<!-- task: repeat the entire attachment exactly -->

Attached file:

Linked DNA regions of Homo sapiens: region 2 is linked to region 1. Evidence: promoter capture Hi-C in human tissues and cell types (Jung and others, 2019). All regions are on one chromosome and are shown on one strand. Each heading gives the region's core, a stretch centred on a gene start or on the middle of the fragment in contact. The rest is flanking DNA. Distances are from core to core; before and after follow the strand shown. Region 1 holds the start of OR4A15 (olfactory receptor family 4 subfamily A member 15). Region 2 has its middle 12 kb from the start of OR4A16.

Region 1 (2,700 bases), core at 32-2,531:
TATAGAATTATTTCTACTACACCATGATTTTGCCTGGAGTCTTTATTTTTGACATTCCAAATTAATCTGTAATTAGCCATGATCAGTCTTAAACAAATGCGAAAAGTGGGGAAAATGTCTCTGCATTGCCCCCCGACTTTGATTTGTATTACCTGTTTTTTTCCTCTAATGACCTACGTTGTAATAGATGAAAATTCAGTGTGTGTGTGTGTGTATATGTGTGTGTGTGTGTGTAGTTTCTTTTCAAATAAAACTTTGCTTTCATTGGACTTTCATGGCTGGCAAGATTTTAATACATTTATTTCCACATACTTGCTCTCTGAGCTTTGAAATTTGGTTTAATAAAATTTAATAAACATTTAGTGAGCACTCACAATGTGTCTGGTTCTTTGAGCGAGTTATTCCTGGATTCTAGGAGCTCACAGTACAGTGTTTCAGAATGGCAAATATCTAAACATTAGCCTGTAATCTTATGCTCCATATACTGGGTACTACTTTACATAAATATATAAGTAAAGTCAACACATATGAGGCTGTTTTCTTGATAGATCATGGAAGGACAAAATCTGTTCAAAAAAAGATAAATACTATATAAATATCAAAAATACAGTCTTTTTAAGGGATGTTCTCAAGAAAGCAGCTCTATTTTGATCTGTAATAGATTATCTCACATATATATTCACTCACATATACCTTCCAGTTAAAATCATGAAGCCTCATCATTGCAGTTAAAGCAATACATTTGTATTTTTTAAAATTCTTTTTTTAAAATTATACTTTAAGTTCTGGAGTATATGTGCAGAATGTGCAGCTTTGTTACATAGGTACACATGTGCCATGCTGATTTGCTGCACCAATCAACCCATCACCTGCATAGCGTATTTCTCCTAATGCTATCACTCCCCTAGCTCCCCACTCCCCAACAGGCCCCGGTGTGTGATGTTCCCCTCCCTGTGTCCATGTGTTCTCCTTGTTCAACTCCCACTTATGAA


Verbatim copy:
Linked DNA regions of Homo sapiens: region 2 is linked to region 1. Evidence: promoter capture Hi-C in human tissues and cell types (Jung and others, 2019). All regions are on one chromosome and are shown on one strand. Each heading gives the region's core, a stretch centred on a gene start or on the middle of the fragment in contact. The rest is flanking DNA. Distances are from core to core; before and after follow the strand shown. Region 1 holds the start of OR4A15 (olfactory receptor family 4 subfamily A member 15). Region 2 has its middle 12 kb from the start of OR4A16.

Region 1 (2,700 bases), core at 32-2,531:
TATAGAATTATTTCTACTACACCATGATTTTGCCTGGAGTCTTTATTTTTGACATTCCAAATTAATCTGTAATTAGCCATGATCAGTCTTAAACAAATGCGAAAAGTGGGGAAAATGTCTCTGCATTGCCCCCCGACTTTGATTTGTATTACCTGTTTTTTTCCTCTAATGACCTACGTTGTAATAGATGAAAATTCAGTGTGTGTGTGTGTGTATATGTGTGTGTGTGTGTGTAGTTTCTTTTCAAATAAAACTTTGCTTTCATTGGACTTTCATGGCTGGCAAGATTTTAATACATTTATTTCCACATACTTGCTCTCTGAGCTTTGAAATTTGGTTTAATAAAATTTAATAAACATTTAGTGAGCACTCACAATGTGTCTGGTTCTTTGAGCGAGTTATTCCTGGATTCTAGGAGCTCACAGTACAGTGTTTCAGAATGGCAAATATCTAAACATTAGCCTGTAATCTTATGCTCCATATACTGGGTACTACTTTACATAAATATATAAGTAAAGTCAACACATATGAGGCTGTTTTCTTGATAGATCATGGAAGGACAAAATCTGTTCAAAAAAAGATAAATACTATATAAATATCAAAAATACAGTCTTTTTAAGGGATGTTCTCAAGAAAGCAGCTCTATTTTGATCTGTAATAGATTATCTCACATATATATTCACTCACATATACCTTCCAGTTAAAATCATGAAGCCTCATCATTGCAGTTAAAGCAATACATTTGTATTTTTTAAAATTCTTTTTTTAAAATTATACTTTAAGTTCTGGAGTATATGTGCAGAATGTGCAGCTTTGTTACATAGGTACACATGTGCCATGCTGATTTGCTGCACCAATCAACCCATCACCTGCATAGCGTATTTCTCCTAATGCTATCACTCCCCTAGCTCCCCACTCCCCAACAGGCCCCGGTGTGTGATGTTCCCCTCCCTGTGTCCATGTGTTCTCCTTGTTCAACTCCCACTTATGAA